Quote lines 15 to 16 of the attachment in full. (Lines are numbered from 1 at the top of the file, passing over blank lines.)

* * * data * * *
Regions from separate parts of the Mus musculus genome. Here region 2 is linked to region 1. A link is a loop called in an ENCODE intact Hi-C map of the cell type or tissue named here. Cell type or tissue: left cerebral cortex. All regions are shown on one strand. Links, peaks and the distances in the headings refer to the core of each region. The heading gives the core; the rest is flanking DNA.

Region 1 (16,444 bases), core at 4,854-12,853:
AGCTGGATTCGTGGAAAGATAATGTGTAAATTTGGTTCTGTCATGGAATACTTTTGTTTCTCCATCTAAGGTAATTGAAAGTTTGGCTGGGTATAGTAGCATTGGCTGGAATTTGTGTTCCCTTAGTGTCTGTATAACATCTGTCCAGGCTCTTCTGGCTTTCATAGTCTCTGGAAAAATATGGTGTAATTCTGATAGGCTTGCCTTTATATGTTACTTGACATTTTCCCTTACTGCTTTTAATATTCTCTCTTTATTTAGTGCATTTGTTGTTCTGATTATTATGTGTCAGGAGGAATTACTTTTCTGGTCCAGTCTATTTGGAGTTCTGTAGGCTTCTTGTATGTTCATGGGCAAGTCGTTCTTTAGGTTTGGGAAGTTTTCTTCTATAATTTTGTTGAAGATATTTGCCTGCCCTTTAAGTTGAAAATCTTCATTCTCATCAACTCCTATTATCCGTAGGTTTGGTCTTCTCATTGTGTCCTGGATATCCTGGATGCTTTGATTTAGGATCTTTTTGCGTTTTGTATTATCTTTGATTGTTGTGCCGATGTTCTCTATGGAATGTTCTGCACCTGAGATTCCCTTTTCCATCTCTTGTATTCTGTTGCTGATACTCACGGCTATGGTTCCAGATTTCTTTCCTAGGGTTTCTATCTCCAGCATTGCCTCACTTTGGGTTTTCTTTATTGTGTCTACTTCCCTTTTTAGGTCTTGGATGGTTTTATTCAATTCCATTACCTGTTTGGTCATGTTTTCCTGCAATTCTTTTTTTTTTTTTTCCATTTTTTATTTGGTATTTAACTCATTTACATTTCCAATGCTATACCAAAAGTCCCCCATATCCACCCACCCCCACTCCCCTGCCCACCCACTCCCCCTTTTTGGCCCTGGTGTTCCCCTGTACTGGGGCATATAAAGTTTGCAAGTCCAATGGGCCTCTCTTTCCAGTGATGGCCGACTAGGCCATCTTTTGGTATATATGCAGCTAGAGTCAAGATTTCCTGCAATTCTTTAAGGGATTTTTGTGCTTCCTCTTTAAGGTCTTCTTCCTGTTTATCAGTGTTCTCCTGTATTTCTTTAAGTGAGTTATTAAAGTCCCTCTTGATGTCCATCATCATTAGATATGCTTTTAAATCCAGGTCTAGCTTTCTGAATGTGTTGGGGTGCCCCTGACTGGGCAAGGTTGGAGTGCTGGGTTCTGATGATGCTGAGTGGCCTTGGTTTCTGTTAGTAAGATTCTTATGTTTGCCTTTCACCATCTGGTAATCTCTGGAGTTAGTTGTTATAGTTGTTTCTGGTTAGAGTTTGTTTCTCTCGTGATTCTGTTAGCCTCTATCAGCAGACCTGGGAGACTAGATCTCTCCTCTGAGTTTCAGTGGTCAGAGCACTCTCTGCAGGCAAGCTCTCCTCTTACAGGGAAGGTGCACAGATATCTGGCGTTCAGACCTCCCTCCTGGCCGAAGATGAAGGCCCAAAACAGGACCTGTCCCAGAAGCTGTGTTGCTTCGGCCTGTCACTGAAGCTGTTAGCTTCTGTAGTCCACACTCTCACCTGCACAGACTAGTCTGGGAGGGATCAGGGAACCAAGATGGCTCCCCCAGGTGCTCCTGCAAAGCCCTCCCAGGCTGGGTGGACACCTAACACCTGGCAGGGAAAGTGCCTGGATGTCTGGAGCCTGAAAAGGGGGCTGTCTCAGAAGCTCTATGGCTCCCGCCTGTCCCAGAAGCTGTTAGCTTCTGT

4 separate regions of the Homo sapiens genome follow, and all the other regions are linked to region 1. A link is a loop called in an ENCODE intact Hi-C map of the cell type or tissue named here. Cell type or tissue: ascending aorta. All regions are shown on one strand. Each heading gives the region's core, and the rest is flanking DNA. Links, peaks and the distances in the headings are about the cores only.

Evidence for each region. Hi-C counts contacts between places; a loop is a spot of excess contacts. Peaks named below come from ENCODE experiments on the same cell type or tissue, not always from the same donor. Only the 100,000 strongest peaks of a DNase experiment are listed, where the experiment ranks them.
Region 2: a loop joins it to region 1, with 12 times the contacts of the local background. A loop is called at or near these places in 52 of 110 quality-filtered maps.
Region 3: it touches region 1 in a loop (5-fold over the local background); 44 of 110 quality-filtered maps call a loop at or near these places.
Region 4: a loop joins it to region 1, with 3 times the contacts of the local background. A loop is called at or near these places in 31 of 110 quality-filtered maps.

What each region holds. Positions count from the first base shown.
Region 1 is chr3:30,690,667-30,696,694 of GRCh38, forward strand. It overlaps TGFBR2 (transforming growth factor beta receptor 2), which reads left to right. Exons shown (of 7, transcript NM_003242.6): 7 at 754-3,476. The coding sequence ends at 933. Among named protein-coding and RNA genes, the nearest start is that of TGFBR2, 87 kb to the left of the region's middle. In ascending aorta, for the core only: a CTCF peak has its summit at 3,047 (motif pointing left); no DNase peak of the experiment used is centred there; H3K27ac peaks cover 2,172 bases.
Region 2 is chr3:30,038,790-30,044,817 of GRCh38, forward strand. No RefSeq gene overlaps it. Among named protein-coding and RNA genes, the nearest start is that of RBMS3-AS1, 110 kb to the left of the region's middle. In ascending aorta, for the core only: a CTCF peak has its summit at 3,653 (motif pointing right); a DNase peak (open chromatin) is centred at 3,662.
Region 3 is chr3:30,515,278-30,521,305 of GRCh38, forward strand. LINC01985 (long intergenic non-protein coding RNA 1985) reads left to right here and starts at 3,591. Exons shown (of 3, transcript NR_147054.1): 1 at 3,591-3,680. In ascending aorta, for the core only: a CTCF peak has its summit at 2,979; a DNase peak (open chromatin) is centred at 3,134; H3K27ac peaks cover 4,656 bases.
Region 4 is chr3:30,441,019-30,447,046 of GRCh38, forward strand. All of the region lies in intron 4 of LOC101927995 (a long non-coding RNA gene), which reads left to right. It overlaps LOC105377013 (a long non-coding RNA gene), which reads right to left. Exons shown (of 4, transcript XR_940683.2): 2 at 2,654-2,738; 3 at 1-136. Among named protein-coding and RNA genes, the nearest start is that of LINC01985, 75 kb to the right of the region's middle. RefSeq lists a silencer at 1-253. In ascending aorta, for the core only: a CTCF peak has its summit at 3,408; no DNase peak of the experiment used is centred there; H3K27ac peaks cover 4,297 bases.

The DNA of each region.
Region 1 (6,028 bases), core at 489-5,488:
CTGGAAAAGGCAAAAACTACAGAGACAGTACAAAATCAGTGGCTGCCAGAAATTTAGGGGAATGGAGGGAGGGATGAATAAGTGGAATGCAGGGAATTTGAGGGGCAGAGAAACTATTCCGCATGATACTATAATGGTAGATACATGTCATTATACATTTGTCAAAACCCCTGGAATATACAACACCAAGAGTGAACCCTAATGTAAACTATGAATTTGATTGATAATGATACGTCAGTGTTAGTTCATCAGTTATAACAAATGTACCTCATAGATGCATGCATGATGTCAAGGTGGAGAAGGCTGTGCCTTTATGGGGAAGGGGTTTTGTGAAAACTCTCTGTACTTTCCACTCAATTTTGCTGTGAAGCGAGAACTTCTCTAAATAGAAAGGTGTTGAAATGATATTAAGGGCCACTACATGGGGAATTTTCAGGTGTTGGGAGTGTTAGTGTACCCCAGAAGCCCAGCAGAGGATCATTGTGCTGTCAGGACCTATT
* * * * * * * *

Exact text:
Region 1 (6,028 bases), core at 489-5,488:
CTGGAAAAGGCAAAAACTACAGAGACAGTACAAAATCAGTGGCTGCCAGAAATTTAGGGGAATGGAGGGAGGGATGAATAAGTGGAATGCAGGGAATTTGAGGGGCAGAGAAACTATTCCGCATGATACTATAATGGTAGATACATGTCATTATACATTTGTCAAAACCCCTGGAATATACAACACCAAGAGTGAACCCTAATGTAAACTATGAATTTGATTGATAATGATACGTCAGTGTTAGTTCATCAGTTATAACAAATGTACCTCATAGATGCATGCATGATGTCAAGGTGGAGAAGGCTGTGCCTTTATGGGGAAGGGGTTTTGTGAAAACTCTCTGTACTTTCCACTCAATTTTGCTGTGAAGCGAGAACTTCTCTAAATAGAAAGGTGTTGAAATGATATTAAGGGCCACTACATGGGGAATTTTCAGGTGTTGGGAGTGTTAGTGTACCCCAGAAGCCCAGCAGAGGATCATTGTGCTGTCAGGACCTATT